We believe that most of the matter in the universe is dark, i.e. cannot be detected from the light which it emits (or fails to emit). This is "stuff" which cannot be seen directly -- so what makes us think that it exists at all? Its presence is inferred indirectly from the motions of astronomical objects, specifically stellar, galactic, and galaxy cluster/supercluster observations. It is also required in order to enable gravity to amplify the small fluctuations in the Cosmic Microwave Background enough to form the large-scale structures that we see in the universe today.
|Dark matter||Not dark matter|
For each of the stellar, galactic, and galaxy cluster/supercluster observations the basic principle is that if we measure velocities in some region, then there has to be enough mass there for gravity to stop all the objects flying apart. When such velocity measurements are done on large scales, it turns out that the amount of inferred mass is much more than can be explained by the luminous stuff. Hence we infer that there is dark matter in the Universe.
Dark matter has important consequences for the evolution of the Universe and the structure within it. According to general relativity, the Universe must conform to one of three possible types: open, flat, or closed. The total amount of mass and energy in the universe determines which of the three possibilities applies to the Universe. In the case of an open Universe, the total mass and energy density (denoted by the greek letter Omega) is less than unity. If the Universe is closed, Omega is greater than unity. For the case where Omega is exactly equal to one the Universe is "flat".
Note that the dynamics of the Universe are not determined entirely by the geometry (open, closed or flat) unless the Universe contains only matter. In our Universe, where most of Omega comes from dark energy, this relation between the mass density, spatial curvature and the future of the universe no longer holds. It is then no longer true in this case that "geometry (spatial curvature) is destiny." Instead, to find out what will happen one needs to calculate the evolution of the expansion factor of the universe for the specific case of matter density, spatial curvature and "funny energy" to find out what will happen.
Dark matter (DM) candidates are usually split into two broad categories, with the second category being further sub-divided:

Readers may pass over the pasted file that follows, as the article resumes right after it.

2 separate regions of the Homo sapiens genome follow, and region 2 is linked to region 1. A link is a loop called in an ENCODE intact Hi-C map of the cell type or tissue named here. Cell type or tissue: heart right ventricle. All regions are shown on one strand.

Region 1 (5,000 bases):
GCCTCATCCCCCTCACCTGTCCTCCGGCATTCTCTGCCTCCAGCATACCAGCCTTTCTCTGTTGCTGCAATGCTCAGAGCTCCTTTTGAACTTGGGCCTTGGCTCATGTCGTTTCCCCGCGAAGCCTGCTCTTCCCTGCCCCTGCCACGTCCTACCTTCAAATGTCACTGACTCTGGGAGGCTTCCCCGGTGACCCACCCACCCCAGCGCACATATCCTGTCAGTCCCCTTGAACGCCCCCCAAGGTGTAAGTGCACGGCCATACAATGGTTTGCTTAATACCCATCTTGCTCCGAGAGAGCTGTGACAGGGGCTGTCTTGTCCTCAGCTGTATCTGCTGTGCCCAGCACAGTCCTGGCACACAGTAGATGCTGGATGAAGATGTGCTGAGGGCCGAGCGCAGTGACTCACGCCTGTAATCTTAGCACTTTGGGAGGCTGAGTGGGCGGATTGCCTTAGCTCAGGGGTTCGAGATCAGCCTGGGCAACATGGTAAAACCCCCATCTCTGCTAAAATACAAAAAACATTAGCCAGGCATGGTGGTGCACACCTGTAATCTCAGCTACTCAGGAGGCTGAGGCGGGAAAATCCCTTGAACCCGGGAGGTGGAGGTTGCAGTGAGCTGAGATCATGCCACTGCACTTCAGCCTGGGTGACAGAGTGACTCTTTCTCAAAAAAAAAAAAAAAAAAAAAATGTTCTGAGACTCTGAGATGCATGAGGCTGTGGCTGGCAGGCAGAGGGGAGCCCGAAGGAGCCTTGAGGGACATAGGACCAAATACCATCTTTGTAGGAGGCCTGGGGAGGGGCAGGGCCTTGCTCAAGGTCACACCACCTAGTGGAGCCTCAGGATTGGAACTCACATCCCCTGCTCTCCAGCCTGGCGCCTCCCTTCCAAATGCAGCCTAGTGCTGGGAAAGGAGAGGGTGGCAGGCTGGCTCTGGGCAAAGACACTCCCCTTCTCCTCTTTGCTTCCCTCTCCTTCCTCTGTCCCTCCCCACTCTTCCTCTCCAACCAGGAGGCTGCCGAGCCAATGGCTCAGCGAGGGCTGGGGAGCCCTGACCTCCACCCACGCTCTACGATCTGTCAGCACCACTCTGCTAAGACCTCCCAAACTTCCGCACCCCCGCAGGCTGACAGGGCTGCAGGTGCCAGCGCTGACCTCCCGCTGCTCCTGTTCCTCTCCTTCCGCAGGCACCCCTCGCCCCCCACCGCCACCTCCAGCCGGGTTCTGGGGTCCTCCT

- hot dark matter (HDM) and
- cold dark matter (CDM),
depending on their respective masses and speeds. CDM candidates travel at slow speeds (hence "cold") or have little pressure, while HDM candidates move rapidly (hence "hot").
For more information
- read the Essay by Joe Silk,
- learn more about the Hubble expansion
- see Wikipedia's articles on Physical Cosmology and dark matter
- see the NCSA's Cosmos in a Computer site, which has a lot of information on dark matter and cosmology in general, including movies simulating the universe,
- look at the Lambda web site
- read this popular level article, which outlines the different dark matter candidates,
- or see one of the books or articles in the Bibliography.
Aside on flatness
Current indications from the cosmic microwave background are that the universe is spatially flat. That implies that the sum of all of the energy (density) in the universe equals the critical density, i.e. the total Omega is 1. This is quite interesting because as the Universe expands the value of Omega changes. In fact the value 1 is unstable, and the Universe would prefer to evolve towards one of the two natural values: 0, if the expands forever further apart until the Universe is almost totally empty ; and infinity, if the matter recollapses to a state of higher and higher density. Then the observation that Omega is fairly close to 1 today, means that it must have been even closer to 1 in the past. It is unsatisfying to believe that we just happen to live at the time when Omega is just starting to depart from 1 by a small factor. It is much more appealing to consider that we do not live at a special epoch, so that Omega is still close to 1 today. But then we need to explain why Omega started out very close to 1 in the early universe. The theory of inflation provides just such a justification - most versions of inflation predict that the early Universe was driven extremely close to flat, and that it is still very close to flat today. If this is so, then at least 90% the energy of the Universe is dark! Note that although the universe may be flat, that does not mean that matter makes up the critical density. In addition to dark matter there is dark energy, e.g. a cosmological constant, that needs to be included in the accounting.
Martin White (Physics, University of California, Berkeley)